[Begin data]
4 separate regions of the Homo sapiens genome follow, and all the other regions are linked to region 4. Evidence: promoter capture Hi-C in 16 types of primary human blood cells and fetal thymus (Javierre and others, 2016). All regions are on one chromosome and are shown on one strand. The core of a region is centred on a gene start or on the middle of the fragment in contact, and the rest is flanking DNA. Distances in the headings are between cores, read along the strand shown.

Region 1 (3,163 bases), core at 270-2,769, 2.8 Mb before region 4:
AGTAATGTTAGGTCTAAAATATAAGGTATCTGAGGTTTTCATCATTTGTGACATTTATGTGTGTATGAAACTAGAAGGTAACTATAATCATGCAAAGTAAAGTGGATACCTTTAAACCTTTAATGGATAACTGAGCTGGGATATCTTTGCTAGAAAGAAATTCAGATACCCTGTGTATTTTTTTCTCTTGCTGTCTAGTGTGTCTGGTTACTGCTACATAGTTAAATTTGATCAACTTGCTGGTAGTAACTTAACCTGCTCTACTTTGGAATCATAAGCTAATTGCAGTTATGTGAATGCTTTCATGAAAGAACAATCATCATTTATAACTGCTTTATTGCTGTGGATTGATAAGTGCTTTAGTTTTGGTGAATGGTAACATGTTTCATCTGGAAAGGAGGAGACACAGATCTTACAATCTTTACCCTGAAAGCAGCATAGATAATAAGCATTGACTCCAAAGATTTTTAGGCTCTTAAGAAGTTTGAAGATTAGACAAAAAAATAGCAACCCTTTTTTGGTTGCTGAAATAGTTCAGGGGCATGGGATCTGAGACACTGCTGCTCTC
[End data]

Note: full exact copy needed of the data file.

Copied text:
4 separate regions of the Homo sapiens genome follow, and all the other regions are linked to region 4. Evidence: promoter capture Hi-C in 16 types of primary human blood cells and fetal thymus (Javierre and others, 2016). All regions are on one chromosome and are shown on one strand. The core of a region is centred on a gene start or on the middle of the fragment in contact, and the rest is flanking DNA. Distances in the headings are between cores, read along the strand shown.

Region 1 (3,163 bases), core at 270-2,769, 2.8 Mb before region 4:
AGTAATGTTAGGTCTAAAATATAAGGTATCTGAGGTTTTCATCATTTGTGACATTTATGTGTGTATGAAACTAGAAGGTAACTATAATCATGCAAAGTAAAGTGGATACCTTTAAACCTTTAATGGATAACTGAGCTGGGATATCTTTGCTAGAAAGAAATTCAGATACCCTGTGTATTTTTTTCTCTTGCTGTCTAGTGTGTCTGGTTACTGCTACATAGTTAAATTTGATCAACTTGCTGGTAGTAACTTAACCTGCTCTACTTTGGAATCATAAGCTAATTGCAGTTATGTGAATGCTTTCATGAAAGAACAATCATCATTTATAACTGCTTTATTGCTGTGGATTGATAAGTGCTTTAGTTTTGGTGAATGGTAACATGTTTCATCTGGAAAGGAGGAGACACAGATCTTACAATCTTTACCCTGAAAGCAGCATAGATAATAAGCATTGACTCCAAAGATTTTTAGGCTCTTAAGAAGTTTGAAGATTAGACAAAAAAATAGCAACCCTTTTTTGGTTGCTGAAATAGTTCAGGGGCATGGGATCTGAGACACTGCTGCTCTC